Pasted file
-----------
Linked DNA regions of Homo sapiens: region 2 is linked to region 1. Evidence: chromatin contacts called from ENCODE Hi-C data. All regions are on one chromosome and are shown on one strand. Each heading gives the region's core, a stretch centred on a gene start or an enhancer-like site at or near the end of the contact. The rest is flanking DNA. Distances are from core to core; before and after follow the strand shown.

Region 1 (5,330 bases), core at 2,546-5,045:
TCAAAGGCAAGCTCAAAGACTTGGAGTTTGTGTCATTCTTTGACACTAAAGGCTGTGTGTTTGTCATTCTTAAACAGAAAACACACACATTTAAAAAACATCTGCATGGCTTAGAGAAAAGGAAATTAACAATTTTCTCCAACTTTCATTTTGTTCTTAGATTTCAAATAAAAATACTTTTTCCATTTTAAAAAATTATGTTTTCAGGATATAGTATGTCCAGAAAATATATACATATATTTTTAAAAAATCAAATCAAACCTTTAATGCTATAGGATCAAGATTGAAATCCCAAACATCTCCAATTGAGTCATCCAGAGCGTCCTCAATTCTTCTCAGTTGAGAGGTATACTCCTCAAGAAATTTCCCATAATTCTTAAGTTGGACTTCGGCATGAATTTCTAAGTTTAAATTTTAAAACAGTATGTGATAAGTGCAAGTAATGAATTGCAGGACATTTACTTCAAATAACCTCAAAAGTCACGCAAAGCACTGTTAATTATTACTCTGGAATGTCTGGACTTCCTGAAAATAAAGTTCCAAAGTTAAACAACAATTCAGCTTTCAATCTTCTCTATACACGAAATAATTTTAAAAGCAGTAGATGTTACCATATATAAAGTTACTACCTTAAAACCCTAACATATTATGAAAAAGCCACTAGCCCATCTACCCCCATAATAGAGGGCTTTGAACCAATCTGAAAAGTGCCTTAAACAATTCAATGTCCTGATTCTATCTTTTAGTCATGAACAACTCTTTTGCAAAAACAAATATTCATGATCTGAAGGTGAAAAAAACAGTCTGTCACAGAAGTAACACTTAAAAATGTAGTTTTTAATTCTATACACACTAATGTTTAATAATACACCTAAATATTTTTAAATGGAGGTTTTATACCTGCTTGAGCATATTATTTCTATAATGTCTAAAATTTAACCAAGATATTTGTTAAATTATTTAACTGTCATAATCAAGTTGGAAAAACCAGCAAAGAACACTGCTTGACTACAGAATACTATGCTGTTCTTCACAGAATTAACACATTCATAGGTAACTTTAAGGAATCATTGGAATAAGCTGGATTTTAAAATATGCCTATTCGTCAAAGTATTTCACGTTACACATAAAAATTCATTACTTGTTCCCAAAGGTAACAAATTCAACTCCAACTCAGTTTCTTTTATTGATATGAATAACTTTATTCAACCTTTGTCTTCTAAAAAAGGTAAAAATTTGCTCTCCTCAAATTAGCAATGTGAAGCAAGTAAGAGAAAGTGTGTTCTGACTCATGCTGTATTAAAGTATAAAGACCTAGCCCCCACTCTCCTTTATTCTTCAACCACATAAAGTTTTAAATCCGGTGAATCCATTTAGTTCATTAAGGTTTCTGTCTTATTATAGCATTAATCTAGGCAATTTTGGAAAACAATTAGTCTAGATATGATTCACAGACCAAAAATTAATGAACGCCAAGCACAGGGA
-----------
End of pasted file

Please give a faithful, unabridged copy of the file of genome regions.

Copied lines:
Linked DNA regions of Homo sapiens: region 2 is linked to region 1. Evidence: chromatin contacts called from ENCODE Hi-C data. All regions are on one chromosome and are shown on one strand. Each heading gives the region's core, a stretch centred on a gene start or an enhancer-like site at or near the end of the contact. The rest is flanking DNA. Distances are from core to core; before and after follow the strand shown.

Region 1 (5,330 bases), core at 2,546-5,045:
TCAAAGGCAAGCTCAAAGACTTGGAGTTTGTGTCATTCTTTGACACTAAAGGCTGTGTGTTTGTCATTCTTAAACAGAAAACACACACATTTAAAAAACATCTGCATGGCTTAGAGAAAAGGAAATTAACAATTTTCTCCAACTTTCATTTTGTTCTTAGATTTCAAATAAAAATACTTTTTCCATTTTAAAAAATTATGTTTTCAGGATATAGTATGTCCAGAAAATATATACATATATTTTTAAAAAATCAAATCAAACCTTTAATGCTATAGGATCAAGATTGAAATCCCAAACATCTCCAATTGAGTCATCCAGAGCGTCCTCAATTCTTCTCAGTTGAGAGGTATACTCCTCAAGAAATTTCCCATAATTCTTAAGTTGGACTTCGGCATGAATTTCTAAGTTTAAATTTTAAAACAGTATGTGATAAGTGCAAGTAATGAATTGCAGGACATTTACTTCAAATAACCTCAAAAGTCACGCAAAGCACTGTTAATTATTACTCTGGAATGTCTGGACTTCCTGAAAATAAAGTTCCAAAGTTAAACAACAATTCAGCTTTCAATCTTCTCTATACACGAAATAATTTTAAAAGCAGTAGATGTTACCATATATAAAGTTACTACCTTAAAACCCTAACATATTATGAAAAAGCCACTAGCCCATCTACCCCCATAATAGAGGGCTTTGAACCAATCTGAAAAGTGCCTTAAACAATTCAATGTCCTGATTCTATCTTTTAGTCATGAACAACTCTTTTGCAAAAACAAATATTCATGATCTGAAGGTGAAAAAAACAGTCTGTCACAGAAGTAACACTTAAAAATGTAGTTTTTAATTCTATACACACTAATGTTTAATAATACACCTAAATATTTTTAAATGGAGGTTTTATACCTGCTTGAGCATATTATTTCTATAATGTCTAAAATTTAACCAAGATATTTGTTAAATTATTTAACTGTCATAATCAAGTTGGAAAAACCAGCAAAGAACACTGCTTGACTACAGAATACTATGCTGTTCTTCACAGAATTAACACATTCATAGGTAACTTTAAGGAATCATTGGAATAAGCTGGATTTTAAAATATGCCTATTCGTCAAAGTATTTCACGTTACACATAAAAATTCATTACTTGTTCCCAAAGGTAACAAATTCAACTCCAACTCAGTTTCTTTTATTGATATGAATAACTTTATTCAACCTTTGTCTTCTAAAAAAGGTAAAAATTTGCTCTCCTCAAATTAGCAATGTGAAGCAAGTAAGAGAAAGTGTGTTCTGACTCATGCTGTATTAAAGTATAAAGACCTAGCCCCCACTCTCCTTTATTCTTCAACCACATAAAGTTTTAAATCCGGTGAATCCATTTAGTTCATTAAGGTTTCTGTCTTATTATAGCATTAATCTAGGCAATTTTGGAAAACAATTAGTCTAGATATGATTCACAGACCAAAAATTAATGAACGCCAAGCACAGGGA